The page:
Third, Brazil is less vulnerable to financial shocks than it once was. A large part of this is due to a combination of a central bank that acts independently and transparently, publishing minutes of meetings promptly on its website; and a floating exchange rate, adopted in 1999. Before then, whenever the current account deteriorated, the central bank was forced to hike rates, killing growth.

Brazil has retired its dollar-denominated debt, which has been a source of trouble in earlier financial crises. In the past, when the currency depreciated this debt ballooned, causing further problems. Now that government debt is denominated in reais, a similar move in the exchange rate reduces government liabilities. This was tested in August last year, when the real lost 11% of its value in a couple of weeks, and the government debt effectively shrank. Foreign direct investment is strong, and Brazil now holds more dollars than it owes, a happy development that has led to misguided suggestions of setting up a sovereign wealth fund.
Even so, Brazil is clearly far from immune to what happens in the rest of the world. The economy also seems to be moving into a less benign phase. After years of big surpluses, the current account looks set to run a small deficit this year. Inflation, which had been falling, picked up toward the end of last year to give an annual inflation rate in December of 4.5%. That is right on the central bank’s target, and forecasters expect inflation to increase only slightly this year. But markets have been wrong on this before.
Moreover, the economy still suffers from problems that make growth above 5% look like a stretch. Government debt is still too high, Brazil invests too little, and the government takes too much for itself, spending it on things that do little to raise the economy’s potential. “The easy part of growth is over,” says Mr da Fonseca. But if Brazil is able to sustain steady growth without being blown off-course by events elsewhere, the country will look very different in ten years’ time.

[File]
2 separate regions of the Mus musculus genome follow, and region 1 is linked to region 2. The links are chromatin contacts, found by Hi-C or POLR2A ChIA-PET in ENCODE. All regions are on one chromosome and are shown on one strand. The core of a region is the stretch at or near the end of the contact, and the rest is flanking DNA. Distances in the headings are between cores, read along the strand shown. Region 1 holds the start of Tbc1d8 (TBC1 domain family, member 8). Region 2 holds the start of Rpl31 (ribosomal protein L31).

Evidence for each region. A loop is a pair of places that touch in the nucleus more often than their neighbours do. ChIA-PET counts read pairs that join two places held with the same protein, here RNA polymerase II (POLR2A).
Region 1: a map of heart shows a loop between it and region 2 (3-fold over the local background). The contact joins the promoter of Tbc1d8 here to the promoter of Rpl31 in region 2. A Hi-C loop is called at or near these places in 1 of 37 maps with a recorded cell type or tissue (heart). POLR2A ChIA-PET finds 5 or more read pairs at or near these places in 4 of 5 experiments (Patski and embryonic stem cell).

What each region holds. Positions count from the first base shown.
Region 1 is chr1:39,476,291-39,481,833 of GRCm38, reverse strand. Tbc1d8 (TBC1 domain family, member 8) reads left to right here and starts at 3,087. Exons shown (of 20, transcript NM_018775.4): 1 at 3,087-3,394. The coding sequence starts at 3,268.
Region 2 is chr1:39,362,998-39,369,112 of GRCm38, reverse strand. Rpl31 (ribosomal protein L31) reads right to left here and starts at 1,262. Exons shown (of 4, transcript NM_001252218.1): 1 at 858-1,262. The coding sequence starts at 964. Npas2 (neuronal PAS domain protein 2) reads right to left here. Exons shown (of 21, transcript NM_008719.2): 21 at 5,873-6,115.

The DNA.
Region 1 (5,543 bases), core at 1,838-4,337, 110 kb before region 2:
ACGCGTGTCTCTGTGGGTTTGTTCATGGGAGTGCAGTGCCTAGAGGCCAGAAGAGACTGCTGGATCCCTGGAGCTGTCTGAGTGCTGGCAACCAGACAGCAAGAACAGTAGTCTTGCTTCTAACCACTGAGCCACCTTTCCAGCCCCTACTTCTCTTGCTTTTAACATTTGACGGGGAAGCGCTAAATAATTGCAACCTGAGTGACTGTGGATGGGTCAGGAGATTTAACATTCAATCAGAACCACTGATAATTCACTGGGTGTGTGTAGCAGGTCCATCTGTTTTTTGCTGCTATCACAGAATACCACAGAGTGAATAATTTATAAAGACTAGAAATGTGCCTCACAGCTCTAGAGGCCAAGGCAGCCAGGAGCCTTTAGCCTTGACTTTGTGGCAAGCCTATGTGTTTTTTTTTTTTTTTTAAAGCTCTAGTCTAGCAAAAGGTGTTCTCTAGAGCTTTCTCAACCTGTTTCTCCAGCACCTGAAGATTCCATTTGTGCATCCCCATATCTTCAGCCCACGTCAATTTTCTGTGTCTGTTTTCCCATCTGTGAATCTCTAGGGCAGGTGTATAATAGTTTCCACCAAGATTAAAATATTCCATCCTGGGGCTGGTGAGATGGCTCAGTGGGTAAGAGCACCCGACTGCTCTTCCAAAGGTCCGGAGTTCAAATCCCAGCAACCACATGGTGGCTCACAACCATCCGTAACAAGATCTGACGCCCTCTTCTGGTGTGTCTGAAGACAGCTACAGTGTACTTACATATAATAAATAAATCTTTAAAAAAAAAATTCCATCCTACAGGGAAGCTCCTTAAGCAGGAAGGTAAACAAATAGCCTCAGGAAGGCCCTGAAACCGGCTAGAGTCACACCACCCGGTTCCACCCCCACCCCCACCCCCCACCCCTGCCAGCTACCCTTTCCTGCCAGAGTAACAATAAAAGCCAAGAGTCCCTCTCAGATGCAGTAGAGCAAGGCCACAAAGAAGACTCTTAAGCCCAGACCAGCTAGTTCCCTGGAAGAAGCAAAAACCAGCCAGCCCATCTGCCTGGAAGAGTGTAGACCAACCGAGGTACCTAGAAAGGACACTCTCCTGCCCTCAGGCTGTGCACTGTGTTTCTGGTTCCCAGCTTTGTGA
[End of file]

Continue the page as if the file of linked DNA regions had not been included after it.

Economia e Sexo

janeiro 18, 2008

Segundo a The Economist (Selling sex, 17/01/2008), o encontro da American Economic Association deste ano foi dominado por uma sessão onde de discutiu o mercado de sexo pago (prostituição).

O trabalho foi desenvolvido por Steven Levitt, co-autor de “Freakonomics”, e Sudhir Venkatesh. Eles pesquisaram as transações de prostitutas nas ruas de Chicago.
Os resultados:
=> A indústria está concentrada em termos de locais pelo fato das prostitutas e seus clientes necessitarem de um “ponto de encontro”
=> O lucro é alto, quando comparado com outros trabalhos (de 25 a 30 dólares por hora, ou quatro vezes o salário normal)
=> Risco é elevado pois o sexo sem proteção é algo normal.
=> A chance de assalto é elevada (média de uma vez por mês)
=> O risco de problemas legais é baixo (a chance de serem presas é menor que terem sexo com policiais)
=> Estratégia de preço é igual a outros tipos de negócios. Os preços são segmentados e o valor varia conforme a percepção da habilidade de pagamento do cliente
=> O mercado absorve um aumento de demanda (através de um evento nas proximidades de um ponto) por conta da flexibilidade de oferta.

Recessão

janeiro 16, 2008

Esta é uma maneira interessante de verificar a possibilidade de uma recessão no futuro. Conta-se o número de vezes que a imprensa (New York Times e Washington Post) usou a palavra “recessão” nos textos. Pelo gráfico, publicado na The Economist, autora do índice, teremos uma recessão nos próximos meses.

Links

janeiro 10, 2008

1. Os melhores e piores comerciais de 2007 nos Estados Unidos e aqui em português
2. Cinco marcas famosas que ajudaram Hitler
3. Carreiras de futuro (e não tem o contador)
4. Abordagem econômica para os problemas diários

O vínculo entre economia e guerra

janeiro 9, 2008

Desde o fim da segunda guerra mundial, o mundo já conviveu com mais de uma centena de guerra civis. O resultado destes conflitos foi mais de 16 milhões de vidas. Uma possível explicação para a existência deste tipo de conflito é a economia. Os países menos desenvolvidos geralmente dependem de poucos produtos para obter divisas. Quando o preço destes produtos reduz no mercado mundial, a chance de um conflito é maior. Markus Brückner e Antonio Ciccone (aqui) analisaram esta questão e encontraram alguns vínculos. No período entre 1997 e 2000 o preço internacional do café caiu em 50%. Três países da África que dependem da exportação do produto, Burundi, Ruanda e Uganda, iniciaram uma guerra logo após (em 2000, 2001 e 2002, nesta ordem).